For a given rate of fluid production, the flow tube feature provides for lower fluid velocity in the flow tube as compared with production tubing fluid velocity and for managing the operation and travel of the bobbin 411. For example, as the ratio FTID/PTID increases, the likelihood of bobbin travel into the production tubing is reduced. And, for example, as the magnitude of FTID increases, the pump flowrate required to suspend the bobbin above the shuttle 410 increases. In various embodiments, the ratio FTID/PTID is in the range of 1.05 to 1.5 and in some embodiments, the ratio FTID/PDID is in the range of 1.1 to 1.3. As skilled artisans will appreciate, choosing this ratio depends, inter alia, on fluid properties and transport conditions.

Referring to FIG. 4C (see detail area 4BA of FIG. 4B), the rising shuttle is stopped when the shuttle closure 414 mates with the stationery seat 432 forming the body-shuttle seal 431. Forces acting on the bobbin 411 include drag forces due to flow through the shuttle bore 452 and gravitational forces. In various embodiments, when drag forces are overcome by gravitational forces due to insufficient forward flow, the bobbin falls relative to the shuttle 410.

Notably, during an inadequate flow event, the bobbin 411 falls relative to the shuttle 410 (see FIG. 4E and detail area 4CA of FIG. 4D), On shuttle contact, the bobbin ring closure 480 comes to rest against a shuttle mouth seat 481 forming a shuttle-bobbin seal 482 and blocking flow through the shuttle. Pressure forces at the valve outlet P22 act on the blocked shuttle and move it toward the valve inlet 498, a process that compresses the charge spring 408. When the bobbin ring closure and shuttle mouth seat are mated, forward flow is substantially limited. In some embodiments, flow is stopped but for leakage such as unintended leakage.

As seen, to the extent that the fluid head at the valve outlet P22 results in a fluid head force on the shuttle sufficient to overcome resisting forces including compressing the charge spring 408, the shuttle 410 moves toward the inlet end of the valve 498. In various embodiments, a shuttle diameter 437, approximated in some embodiments as a middle body bore diameter 439, provides an estimate of the area acted on by the fluid head and thus the fluid head force. Skilled artisans will adjust valve performance by determining valve variables including a spring constant "k" (F=k*x) of the charge spring to adapt the valve for particular applications.

Turning now to the spill port 428, it is seen that forward flow 488 and the body-shuttle seal 431 associated with forward flow enable blocking of the spill port 428. For example, the spill port may be blocked by forming an isolation chamber and/or by isolating or sealing the port 493. When the spill port is blocked, flow entering the valve inlet 498 passes through the shuttle through bore 452, out a shuttle mouth 461, into the valve outlet chamber 465, and out of the valve outlet 499.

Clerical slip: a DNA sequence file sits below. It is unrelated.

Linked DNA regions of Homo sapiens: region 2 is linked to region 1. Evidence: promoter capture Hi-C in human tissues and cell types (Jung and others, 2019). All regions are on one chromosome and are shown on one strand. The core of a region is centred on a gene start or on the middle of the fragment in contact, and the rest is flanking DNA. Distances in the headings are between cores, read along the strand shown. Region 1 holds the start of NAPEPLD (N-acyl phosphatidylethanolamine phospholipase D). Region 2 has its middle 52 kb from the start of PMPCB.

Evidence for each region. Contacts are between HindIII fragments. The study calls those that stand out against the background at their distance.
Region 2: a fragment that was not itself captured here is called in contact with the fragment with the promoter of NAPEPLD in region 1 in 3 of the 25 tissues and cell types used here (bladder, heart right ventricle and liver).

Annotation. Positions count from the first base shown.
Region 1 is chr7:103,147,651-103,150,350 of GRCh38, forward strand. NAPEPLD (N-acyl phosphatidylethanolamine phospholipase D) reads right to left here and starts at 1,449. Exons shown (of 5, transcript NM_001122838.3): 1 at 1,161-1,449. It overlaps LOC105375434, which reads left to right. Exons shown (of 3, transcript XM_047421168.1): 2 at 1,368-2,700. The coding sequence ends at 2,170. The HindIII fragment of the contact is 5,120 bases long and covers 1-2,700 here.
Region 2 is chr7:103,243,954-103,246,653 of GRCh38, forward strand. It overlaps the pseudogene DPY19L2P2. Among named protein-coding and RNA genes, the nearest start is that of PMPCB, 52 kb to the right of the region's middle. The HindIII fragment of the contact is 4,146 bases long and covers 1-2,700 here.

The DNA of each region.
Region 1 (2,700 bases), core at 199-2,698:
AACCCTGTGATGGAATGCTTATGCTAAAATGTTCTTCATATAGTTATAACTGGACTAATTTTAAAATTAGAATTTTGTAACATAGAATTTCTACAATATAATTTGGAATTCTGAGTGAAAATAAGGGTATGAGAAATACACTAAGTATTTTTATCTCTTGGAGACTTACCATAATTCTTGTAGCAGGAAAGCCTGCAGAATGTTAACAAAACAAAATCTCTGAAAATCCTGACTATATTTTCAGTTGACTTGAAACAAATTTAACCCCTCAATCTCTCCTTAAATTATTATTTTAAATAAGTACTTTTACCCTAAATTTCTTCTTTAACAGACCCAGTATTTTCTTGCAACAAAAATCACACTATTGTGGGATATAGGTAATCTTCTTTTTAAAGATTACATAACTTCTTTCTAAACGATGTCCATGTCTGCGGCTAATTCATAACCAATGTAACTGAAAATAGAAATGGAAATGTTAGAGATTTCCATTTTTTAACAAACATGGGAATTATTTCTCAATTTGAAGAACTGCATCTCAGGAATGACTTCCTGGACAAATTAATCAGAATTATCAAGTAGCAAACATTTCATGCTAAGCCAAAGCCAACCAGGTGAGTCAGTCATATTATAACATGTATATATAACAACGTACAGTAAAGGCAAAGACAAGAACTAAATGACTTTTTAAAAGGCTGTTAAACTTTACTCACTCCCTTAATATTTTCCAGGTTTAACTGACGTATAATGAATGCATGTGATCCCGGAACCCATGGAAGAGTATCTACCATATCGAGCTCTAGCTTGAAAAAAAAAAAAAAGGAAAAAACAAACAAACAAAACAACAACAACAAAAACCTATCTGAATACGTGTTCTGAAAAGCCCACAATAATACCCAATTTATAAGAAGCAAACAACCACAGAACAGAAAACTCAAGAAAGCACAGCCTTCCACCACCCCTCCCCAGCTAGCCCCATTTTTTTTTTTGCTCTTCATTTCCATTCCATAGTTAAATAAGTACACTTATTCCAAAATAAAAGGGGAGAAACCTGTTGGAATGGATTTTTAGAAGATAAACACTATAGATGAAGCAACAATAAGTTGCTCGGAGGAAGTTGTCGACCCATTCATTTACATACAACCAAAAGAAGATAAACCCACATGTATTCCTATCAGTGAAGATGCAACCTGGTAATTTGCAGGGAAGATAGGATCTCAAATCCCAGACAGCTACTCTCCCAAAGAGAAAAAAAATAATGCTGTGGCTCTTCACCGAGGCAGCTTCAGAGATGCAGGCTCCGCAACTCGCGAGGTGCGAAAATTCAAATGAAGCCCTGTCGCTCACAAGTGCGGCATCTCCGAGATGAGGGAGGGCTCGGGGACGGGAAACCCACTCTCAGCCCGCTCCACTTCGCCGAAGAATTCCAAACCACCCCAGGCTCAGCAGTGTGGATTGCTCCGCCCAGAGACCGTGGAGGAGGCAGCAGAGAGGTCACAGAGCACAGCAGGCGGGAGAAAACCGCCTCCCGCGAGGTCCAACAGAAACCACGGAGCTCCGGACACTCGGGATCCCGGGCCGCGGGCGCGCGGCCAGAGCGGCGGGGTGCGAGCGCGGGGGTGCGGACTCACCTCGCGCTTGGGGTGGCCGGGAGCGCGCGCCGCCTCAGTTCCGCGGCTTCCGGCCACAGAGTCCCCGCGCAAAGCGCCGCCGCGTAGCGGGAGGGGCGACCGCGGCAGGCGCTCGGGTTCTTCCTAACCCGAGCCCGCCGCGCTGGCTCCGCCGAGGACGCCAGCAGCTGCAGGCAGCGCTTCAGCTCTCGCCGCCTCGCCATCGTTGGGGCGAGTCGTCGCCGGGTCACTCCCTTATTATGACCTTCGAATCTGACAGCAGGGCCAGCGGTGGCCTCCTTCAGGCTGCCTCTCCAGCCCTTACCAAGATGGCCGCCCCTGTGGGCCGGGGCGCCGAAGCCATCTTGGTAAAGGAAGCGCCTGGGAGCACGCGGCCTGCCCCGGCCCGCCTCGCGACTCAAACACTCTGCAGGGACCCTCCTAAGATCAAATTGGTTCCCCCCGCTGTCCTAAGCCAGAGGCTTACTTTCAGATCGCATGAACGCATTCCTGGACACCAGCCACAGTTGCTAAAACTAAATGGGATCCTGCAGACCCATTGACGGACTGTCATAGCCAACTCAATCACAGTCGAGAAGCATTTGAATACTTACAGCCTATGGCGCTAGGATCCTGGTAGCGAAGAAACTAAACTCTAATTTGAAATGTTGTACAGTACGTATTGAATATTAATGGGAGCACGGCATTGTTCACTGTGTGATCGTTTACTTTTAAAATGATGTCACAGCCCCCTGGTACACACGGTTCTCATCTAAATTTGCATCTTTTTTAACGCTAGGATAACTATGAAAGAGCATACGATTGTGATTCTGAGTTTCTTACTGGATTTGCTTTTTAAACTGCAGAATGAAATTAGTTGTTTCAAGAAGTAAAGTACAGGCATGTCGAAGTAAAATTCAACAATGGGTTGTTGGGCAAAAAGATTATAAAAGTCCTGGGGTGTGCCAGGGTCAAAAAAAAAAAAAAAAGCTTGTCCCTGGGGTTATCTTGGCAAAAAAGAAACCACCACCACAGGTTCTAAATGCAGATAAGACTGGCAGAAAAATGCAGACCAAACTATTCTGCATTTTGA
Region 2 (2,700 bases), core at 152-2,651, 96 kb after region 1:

Referring to FIG. 4D, it is seen that reverse flow 489 and the shuttle-bobbin seal 482 (see also FIG. 4E) associated with reverse flow enable opening of the spill port 428 as the shuttle 410 moves toward the inlet end of the valve 498 and the upper seal 431 is opened. When the shuttle-bobbin seal is closed, flow through the shuttle is blocked and a sliding shuttle-bore seal 435 blocks flow between the shuttle and the middle body bore 438. However, the shuttle-body seal 431 is now open and reverse flow entering the valve can pass around the nose 479 and leave the valve 416 via the spill port 428.

In some embodiments, reverse flow 489 and/or an adverse pressure gradient (outlet pressure P22>inlet pressure P11) move the shuttle 410 toward the valve inlet end 498 by a distance within dimension S11. This shuttle stroke unblocks the spill port 428 allowing flow entering the outlet chamber 489 to move through a spill pocket 484 with boundaries including the middle body bore 438 and the shuttle 410 before exiting the valve body 416 via one or more spill ports 428. And, in some embodiments, the illustrated spill port is one of a plurality of spill ports arranged around a valve body periphery 486.

The shuttle 410 of the valve 401 has a periphery 437 that seals, at least in part, against an internal bore of the valve such as the middle body bore 438. While some embodiments provide a shuttle with a substantially continuous sealing surface (as shown) for providing a sliding seal 435, various other embodiments provide a discontinuous sealing surface. For example, seals in the form of raised surface portions, rings in groves, snap rings, O-rings, and other suitable sealing parts and assemblies known to skilled artisans may be used.

FIG. 4G shows a schematic outline of a valve rotor passage 400G. In particular, the figure illustrates a valve rotor passage for an end portion of a downhole production string assembly such as that of FIG. 4A.

In the figure, the dashed cylindrical space indicates a passageway 4002 of minimum diameter d71 extending from the pump 445 and/or pump coupling spool 447 (see FIG. 4A) and through the valve 401 into the production tubing 204 (See FIG. 2A). The pump rotor 256 has a maximum outside diameter for passage d72 such that when the rotor and passageway are coaxially arranged, a clearance c71 exists between the rotor and the passageway (i.e., d71>d72).